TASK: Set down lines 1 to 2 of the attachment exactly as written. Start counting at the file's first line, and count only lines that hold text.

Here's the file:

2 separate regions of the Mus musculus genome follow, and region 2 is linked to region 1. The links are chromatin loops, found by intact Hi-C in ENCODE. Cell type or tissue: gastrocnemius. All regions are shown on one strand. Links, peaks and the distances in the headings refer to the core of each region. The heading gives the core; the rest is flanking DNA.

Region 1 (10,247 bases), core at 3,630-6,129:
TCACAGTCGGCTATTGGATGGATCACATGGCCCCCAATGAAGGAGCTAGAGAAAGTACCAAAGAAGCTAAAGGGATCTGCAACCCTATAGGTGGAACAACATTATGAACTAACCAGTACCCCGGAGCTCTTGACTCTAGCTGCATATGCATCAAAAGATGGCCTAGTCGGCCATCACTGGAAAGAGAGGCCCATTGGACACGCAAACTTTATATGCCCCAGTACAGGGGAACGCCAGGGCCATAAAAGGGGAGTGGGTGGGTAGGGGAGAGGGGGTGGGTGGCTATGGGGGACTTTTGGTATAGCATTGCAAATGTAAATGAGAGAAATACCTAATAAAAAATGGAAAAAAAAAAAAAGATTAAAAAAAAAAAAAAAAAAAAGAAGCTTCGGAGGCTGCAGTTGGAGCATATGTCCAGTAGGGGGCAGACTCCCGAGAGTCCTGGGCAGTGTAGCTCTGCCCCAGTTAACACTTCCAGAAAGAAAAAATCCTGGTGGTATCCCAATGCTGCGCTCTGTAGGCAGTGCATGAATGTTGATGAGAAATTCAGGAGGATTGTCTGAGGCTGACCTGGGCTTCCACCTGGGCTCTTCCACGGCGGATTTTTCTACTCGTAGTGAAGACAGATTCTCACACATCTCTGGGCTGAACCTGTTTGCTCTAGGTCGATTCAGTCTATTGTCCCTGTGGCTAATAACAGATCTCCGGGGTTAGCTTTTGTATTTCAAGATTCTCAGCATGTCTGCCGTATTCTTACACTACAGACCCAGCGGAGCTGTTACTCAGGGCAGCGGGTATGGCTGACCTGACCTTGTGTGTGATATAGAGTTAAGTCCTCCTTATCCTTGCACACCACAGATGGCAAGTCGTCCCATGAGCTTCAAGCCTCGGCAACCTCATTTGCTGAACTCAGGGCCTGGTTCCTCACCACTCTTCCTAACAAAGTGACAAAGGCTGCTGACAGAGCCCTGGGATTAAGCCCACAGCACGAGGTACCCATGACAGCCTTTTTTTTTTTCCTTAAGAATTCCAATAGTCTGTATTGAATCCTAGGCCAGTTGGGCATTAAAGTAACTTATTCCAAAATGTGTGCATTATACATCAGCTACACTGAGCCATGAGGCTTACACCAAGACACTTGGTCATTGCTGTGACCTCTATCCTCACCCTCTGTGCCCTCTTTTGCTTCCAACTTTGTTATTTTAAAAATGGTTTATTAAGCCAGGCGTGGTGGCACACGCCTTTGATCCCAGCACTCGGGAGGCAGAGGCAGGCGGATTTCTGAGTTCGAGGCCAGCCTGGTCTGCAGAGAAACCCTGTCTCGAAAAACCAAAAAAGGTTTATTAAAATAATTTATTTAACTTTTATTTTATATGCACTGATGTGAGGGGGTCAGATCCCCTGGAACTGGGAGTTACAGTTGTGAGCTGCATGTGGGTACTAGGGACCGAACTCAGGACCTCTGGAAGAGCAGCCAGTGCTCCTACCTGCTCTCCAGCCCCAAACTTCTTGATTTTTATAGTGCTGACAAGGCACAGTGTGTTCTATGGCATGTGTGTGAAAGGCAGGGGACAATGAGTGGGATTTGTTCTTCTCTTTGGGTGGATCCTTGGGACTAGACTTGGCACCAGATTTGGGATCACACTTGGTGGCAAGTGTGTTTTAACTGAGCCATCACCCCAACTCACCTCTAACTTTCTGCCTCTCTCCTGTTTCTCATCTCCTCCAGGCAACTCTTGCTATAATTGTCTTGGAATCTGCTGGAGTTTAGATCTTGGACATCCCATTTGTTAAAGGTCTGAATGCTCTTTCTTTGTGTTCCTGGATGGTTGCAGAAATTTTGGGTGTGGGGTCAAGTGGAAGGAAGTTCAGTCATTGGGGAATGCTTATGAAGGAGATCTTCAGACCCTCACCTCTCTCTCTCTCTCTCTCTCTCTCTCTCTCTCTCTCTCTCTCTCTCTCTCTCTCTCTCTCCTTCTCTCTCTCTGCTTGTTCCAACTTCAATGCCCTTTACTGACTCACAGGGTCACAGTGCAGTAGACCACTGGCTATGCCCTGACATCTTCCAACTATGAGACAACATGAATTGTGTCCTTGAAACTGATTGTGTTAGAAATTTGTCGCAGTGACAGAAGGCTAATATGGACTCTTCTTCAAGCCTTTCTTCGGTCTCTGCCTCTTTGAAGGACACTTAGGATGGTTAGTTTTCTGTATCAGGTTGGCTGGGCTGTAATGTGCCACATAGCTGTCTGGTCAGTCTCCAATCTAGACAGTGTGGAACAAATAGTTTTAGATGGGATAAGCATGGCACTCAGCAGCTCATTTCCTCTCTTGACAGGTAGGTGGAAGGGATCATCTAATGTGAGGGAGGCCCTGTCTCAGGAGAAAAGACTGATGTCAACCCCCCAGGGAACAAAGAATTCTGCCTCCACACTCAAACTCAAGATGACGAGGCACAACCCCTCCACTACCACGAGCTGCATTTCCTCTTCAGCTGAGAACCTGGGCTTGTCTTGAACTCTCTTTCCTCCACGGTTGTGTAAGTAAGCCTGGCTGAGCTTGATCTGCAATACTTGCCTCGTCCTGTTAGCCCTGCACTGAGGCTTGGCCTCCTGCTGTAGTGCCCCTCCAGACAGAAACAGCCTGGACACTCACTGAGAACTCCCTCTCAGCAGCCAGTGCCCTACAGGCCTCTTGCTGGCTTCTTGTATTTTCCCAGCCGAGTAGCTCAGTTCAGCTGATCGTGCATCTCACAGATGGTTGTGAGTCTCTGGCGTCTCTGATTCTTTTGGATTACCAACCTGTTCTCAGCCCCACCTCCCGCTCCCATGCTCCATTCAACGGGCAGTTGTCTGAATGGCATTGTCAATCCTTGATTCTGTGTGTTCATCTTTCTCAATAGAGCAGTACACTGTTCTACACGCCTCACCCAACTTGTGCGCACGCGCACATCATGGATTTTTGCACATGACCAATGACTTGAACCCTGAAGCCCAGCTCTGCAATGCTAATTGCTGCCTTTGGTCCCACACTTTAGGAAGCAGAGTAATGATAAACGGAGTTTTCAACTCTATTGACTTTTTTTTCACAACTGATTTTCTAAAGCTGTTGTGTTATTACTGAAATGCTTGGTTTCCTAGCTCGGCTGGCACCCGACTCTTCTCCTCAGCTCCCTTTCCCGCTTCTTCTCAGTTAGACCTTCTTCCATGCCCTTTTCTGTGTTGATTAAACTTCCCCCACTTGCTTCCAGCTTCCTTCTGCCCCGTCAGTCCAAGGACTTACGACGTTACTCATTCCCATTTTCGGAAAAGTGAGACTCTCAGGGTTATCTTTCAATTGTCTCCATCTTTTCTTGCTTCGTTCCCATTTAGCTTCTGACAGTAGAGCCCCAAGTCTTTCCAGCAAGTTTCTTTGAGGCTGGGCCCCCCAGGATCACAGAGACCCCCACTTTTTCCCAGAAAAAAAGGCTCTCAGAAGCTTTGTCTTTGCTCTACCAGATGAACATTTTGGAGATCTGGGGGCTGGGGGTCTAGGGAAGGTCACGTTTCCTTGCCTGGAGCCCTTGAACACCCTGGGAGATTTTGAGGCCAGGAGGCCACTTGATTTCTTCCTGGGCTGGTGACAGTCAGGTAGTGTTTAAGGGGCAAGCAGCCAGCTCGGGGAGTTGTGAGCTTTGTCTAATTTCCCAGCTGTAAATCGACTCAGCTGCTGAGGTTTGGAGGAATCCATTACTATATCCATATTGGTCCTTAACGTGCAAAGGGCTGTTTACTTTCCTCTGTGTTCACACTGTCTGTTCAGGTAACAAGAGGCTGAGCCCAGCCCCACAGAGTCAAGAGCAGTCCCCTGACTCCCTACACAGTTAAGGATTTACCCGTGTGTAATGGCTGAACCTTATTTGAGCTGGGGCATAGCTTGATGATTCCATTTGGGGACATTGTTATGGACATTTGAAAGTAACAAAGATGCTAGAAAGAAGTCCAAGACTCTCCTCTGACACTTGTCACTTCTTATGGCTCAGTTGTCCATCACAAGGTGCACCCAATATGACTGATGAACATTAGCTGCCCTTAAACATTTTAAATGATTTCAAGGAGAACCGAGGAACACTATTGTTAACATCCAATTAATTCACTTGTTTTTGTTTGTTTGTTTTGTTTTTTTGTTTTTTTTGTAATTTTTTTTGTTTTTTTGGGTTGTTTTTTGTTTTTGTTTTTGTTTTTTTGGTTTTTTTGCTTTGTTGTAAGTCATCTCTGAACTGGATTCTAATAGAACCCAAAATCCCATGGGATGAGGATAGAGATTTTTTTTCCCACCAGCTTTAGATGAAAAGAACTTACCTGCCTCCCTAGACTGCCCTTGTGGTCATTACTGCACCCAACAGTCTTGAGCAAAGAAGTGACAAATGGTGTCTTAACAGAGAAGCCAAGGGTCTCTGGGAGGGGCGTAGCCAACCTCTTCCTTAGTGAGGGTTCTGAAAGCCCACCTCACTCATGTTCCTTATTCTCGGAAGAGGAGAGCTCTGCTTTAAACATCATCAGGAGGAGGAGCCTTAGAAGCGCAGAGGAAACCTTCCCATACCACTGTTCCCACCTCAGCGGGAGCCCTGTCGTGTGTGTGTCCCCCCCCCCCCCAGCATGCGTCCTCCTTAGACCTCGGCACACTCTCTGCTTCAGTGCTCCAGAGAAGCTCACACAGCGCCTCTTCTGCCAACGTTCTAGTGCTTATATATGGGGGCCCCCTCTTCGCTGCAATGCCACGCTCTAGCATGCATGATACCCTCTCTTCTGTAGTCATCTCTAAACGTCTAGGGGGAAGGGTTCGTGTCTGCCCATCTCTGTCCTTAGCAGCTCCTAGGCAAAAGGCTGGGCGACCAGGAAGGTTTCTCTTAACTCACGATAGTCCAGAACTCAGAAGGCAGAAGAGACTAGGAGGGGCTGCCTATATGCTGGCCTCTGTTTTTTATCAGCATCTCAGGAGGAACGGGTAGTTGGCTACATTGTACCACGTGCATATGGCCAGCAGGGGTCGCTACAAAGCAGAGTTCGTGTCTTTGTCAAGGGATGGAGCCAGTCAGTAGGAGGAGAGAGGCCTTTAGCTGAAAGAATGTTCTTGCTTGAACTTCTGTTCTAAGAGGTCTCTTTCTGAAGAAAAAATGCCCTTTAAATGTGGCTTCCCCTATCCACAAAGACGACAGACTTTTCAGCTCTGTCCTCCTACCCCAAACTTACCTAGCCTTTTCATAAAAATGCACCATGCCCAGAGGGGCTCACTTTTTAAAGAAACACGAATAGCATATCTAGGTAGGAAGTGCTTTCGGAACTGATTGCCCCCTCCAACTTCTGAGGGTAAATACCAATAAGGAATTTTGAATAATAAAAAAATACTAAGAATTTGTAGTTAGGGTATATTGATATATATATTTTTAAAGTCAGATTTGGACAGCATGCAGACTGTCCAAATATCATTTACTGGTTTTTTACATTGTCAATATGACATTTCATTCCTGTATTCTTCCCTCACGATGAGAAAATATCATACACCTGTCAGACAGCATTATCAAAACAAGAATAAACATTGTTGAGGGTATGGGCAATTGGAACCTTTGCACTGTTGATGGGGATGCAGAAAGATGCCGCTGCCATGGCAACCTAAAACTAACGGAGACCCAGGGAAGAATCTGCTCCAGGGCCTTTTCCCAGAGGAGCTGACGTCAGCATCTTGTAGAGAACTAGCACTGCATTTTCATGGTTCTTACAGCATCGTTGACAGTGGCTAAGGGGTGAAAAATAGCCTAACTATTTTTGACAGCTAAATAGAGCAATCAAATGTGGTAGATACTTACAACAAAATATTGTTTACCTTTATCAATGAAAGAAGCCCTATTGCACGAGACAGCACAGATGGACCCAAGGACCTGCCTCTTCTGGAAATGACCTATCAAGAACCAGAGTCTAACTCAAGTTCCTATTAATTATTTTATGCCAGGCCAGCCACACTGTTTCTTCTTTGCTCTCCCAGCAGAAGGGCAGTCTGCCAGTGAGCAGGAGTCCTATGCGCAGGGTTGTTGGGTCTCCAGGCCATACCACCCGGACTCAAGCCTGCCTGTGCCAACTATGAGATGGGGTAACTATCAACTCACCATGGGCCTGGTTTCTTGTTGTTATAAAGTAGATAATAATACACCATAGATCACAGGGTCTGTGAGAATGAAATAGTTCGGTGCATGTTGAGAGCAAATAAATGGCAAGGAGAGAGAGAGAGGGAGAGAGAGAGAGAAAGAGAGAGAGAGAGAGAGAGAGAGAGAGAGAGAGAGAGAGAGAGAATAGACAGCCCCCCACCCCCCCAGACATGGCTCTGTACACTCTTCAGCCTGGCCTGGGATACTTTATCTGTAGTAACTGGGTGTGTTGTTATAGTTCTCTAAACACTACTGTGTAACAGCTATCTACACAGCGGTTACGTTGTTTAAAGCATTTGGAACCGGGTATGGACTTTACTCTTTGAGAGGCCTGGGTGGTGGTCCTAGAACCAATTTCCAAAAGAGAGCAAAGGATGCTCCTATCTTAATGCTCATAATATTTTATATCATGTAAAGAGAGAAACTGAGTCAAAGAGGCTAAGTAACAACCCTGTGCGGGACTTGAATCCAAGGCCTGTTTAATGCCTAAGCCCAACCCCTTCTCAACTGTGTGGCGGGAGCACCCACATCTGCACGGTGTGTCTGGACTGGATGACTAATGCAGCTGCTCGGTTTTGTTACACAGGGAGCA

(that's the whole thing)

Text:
2 separate regions of the Mus musculus genome follow, and region 2 is linked to region 1. The links are chromatin loops, found by intact Hi-C in ENCODE. Cell type or tissue: gastrocnemius. All regions are shown on one strand. Links, peaks and the distances in the headings refer to the core of each region. The heading gives the core; the rest is flanking DNA.

Region 1 (10,247 bases), core at 3,630-6,129: